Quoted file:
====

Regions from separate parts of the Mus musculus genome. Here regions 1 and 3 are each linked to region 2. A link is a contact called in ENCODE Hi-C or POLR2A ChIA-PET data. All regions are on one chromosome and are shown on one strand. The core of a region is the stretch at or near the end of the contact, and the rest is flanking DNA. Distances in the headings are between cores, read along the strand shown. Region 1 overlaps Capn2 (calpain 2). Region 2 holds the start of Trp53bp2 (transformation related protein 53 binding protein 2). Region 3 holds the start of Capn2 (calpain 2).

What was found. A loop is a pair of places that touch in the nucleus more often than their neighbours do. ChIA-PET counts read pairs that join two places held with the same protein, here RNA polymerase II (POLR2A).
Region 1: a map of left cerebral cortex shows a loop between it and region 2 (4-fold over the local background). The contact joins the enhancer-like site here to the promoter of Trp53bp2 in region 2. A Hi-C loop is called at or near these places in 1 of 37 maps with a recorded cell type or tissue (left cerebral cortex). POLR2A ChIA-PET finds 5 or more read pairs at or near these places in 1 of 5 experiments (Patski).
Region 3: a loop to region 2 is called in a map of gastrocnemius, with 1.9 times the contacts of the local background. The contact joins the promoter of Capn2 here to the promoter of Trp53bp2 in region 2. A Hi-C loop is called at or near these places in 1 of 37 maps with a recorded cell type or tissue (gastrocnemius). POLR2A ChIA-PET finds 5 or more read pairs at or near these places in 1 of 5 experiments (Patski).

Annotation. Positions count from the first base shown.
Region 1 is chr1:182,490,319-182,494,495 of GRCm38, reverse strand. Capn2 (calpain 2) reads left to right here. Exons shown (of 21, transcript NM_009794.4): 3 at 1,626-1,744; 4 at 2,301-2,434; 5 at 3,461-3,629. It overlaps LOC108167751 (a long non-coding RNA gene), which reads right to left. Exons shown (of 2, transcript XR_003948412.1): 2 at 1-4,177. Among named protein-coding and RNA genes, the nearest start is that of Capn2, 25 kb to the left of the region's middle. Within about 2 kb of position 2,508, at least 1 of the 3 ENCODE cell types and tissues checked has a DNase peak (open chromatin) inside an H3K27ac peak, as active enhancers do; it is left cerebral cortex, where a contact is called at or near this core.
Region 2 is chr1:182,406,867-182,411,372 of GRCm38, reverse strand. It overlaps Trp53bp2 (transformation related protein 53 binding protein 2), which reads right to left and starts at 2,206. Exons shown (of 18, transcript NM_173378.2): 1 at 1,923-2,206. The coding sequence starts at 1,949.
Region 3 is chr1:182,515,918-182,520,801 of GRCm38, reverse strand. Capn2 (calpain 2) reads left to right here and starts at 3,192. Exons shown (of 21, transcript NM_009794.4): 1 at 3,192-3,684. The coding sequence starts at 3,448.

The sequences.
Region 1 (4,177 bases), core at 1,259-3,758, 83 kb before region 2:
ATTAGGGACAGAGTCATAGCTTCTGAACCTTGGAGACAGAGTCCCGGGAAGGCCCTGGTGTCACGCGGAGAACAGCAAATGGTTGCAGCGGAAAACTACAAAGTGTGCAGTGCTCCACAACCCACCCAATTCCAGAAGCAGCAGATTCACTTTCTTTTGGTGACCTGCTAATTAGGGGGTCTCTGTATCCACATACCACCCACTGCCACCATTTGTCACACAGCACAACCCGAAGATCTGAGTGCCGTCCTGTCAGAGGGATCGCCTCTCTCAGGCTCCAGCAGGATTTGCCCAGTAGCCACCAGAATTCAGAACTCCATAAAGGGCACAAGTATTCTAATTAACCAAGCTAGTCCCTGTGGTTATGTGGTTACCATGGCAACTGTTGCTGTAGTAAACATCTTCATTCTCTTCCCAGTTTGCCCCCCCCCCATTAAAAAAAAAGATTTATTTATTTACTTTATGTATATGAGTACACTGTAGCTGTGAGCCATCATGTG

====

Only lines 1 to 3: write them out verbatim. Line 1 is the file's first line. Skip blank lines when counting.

Regions from separate parts of the Mus musculus genome. Here regions 1 and 3 are each linked to region 2. A link is a contact called in ENCODE Hi-C or POLR2A ChIA-PET data. All regions are on one chromosome and are shown on one strand. The core of a region is the stretch at or near the end of the contact, and the rest is flanking DNA. Distances in the headings are between cores, read along the strand shown. Region 1 overlaps Capn2 (calpain 2). Region 2 holds the start of Trp53bp2 (transformation related protein 53 binding protein 2). Region 3 holds the start of Capn2 (calpain 2).

What was found. A loop is a pair of places that touch in the nucleus more often than their neighbours do. ChIA-PET counts read pairs that join two places held with the same protein, here RNA polymerase II (POLR2A).
Region 1: a map of left cerebral cortex shows a loop between it and region 2 (4-fold over the local background). The contact joins the enhancer-like site here to the promoter of Trp53bp2 in region 2. A Hi-C loop is called at or near these places in 1 of 37 maps with a recorded cell type or tissue (left cerebral cortex). POLR2A ChIA-PET finds 5 or more read pairs at or near these places in 1 of 5 experiments (Patski).